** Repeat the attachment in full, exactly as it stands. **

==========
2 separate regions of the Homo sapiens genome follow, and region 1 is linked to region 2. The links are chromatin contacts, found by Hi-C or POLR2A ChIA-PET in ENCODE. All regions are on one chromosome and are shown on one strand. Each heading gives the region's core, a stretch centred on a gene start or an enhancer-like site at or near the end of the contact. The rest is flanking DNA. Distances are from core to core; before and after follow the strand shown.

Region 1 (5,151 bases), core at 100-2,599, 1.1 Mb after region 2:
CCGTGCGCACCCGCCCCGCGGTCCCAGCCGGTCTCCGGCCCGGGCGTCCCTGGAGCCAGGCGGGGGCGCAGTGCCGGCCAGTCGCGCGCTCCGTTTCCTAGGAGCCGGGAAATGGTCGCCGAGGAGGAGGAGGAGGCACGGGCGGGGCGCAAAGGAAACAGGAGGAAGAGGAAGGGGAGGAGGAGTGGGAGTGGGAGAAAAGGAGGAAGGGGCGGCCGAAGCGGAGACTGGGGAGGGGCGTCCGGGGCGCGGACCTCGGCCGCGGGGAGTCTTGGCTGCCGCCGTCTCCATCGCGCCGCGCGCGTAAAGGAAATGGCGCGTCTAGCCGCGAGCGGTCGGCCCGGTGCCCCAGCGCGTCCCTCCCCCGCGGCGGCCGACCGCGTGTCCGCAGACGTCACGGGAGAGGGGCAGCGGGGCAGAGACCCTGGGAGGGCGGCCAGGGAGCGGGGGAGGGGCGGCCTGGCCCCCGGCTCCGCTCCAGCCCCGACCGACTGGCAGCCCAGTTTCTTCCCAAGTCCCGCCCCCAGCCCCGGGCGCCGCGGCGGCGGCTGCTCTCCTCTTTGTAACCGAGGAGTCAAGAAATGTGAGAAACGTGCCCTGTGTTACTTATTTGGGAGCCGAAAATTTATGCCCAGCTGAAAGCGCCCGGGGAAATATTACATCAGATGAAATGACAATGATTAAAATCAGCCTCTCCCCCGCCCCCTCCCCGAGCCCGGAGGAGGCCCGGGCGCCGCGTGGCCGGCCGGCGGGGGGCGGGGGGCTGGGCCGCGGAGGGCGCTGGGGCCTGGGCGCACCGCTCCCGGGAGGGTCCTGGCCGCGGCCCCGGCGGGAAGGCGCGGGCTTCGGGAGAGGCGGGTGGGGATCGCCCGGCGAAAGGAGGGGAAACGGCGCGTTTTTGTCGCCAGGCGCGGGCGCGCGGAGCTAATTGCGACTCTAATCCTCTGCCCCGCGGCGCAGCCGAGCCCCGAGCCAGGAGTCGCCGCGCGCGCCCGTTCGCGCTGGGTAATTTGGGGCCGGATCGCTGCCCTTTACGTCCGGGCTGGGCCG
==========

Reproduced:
2 separate regions of the Homo sapiens genome follow, and region 1 is linked to region 2. The links are chromatin contacts, found by Hi-C or POLR2A ChIA-PET in ENCODE. All regions are on one chromosome and are shown on one strand. Each heading gives the region's core, a stretch centred on a gene start or an enhancer-like site at or near the end of the contact. The rest is flanking DNA. Distances are from core to core; before and after follow the strand shown.

Region 1 (5,151 bases), core at 100-2,599, 1.1 Mb after region 2:
CCGTGCGCACCCGCCCCGCGGTCCCAGCCGGTCTCCGGCCCGGGCGTCCCTGGAGCCAGGCGGGGGCGCAGTGCCGGCCAGTCGCGCGCTCCGTTTCCTAGGAGCCGGGAAATGGTCGCCGAGGAGGAGGAGGAGGCACGGGCGGGGCGCAAAGGAAACAGGAGGAAGAGGAAGGGGAGGAGGAGTGGGAGTGGGAGAAAAGGAGGAAGGGGCGGCCGAAGCGGAGACTGGGGAGGGGCGTCCGGGGCGCGGACCTCGGCCGCGGGGAGTCTTGGCTGCCGCCGTCTCCATCGCGCCGCGCGCGTAAAGGAAATGGCGCGTCTAGCCGCGAGCGGTCGGCCCGGTGCCCCAGCGCGTCCCTCCCCCGCGGCGGCCGACCGCGTGTCCGCAGACGTCACGGGAGAGGGGCAGCGGGGCAGAGACCCTGGGAGGGCGGCCAGGGAGCGGGGGAGGGGCGGCCTGGCCCCCGGCTCCGCTCCAGCCCCGACCGACTGGCAGCCCAGTTTCTTCCCAAGTCCCGCCCCCAGCCCCGGGCGCCGCGGCGGCGGCTGCTCTCCTCTTTGTAACCGAGGAGTCAAGAAATGTGAGAAACGTGCCCTGTGTTACTTATTTGGGAGCCGAAAATTTATGCCCAGCTGAAAGCGCCCGGGGAAATATTACATCAGATGAAATGACAATGATTAAAATCAGCCTCTCCCCCGCCCCCTCCCCGAGCCCGGAGGAGGCCCGGGCGCCGCGTGGCCGGCCGGCGGGGGGCGGGGGGCTGGGCCGCGGAGGGCGCTGGGGCCTGGGCGCACCGCTCCCGGGAGGGTCCTGGCCGCGGCCCCGGCGGGAAGGCGCGGGCTTCGGGAGAGGCGGGTGGGGATCGCCCGGCGAAAGGAGGGGAAACGGCGCGTTTTTGTCGCCAGGCGCGGGCGCGCGGAGCTAATTGCGACTCTAATCCTCTGCCCCGCGGCGCAGCCGAGCCCCGAGCCAGGAGTCGCCGCGCGCGCCCGTTCGCGCTGGGTAATTTGGGGCCGGATCGCTGCCCTTTACGTCCGGGCTGGGCCG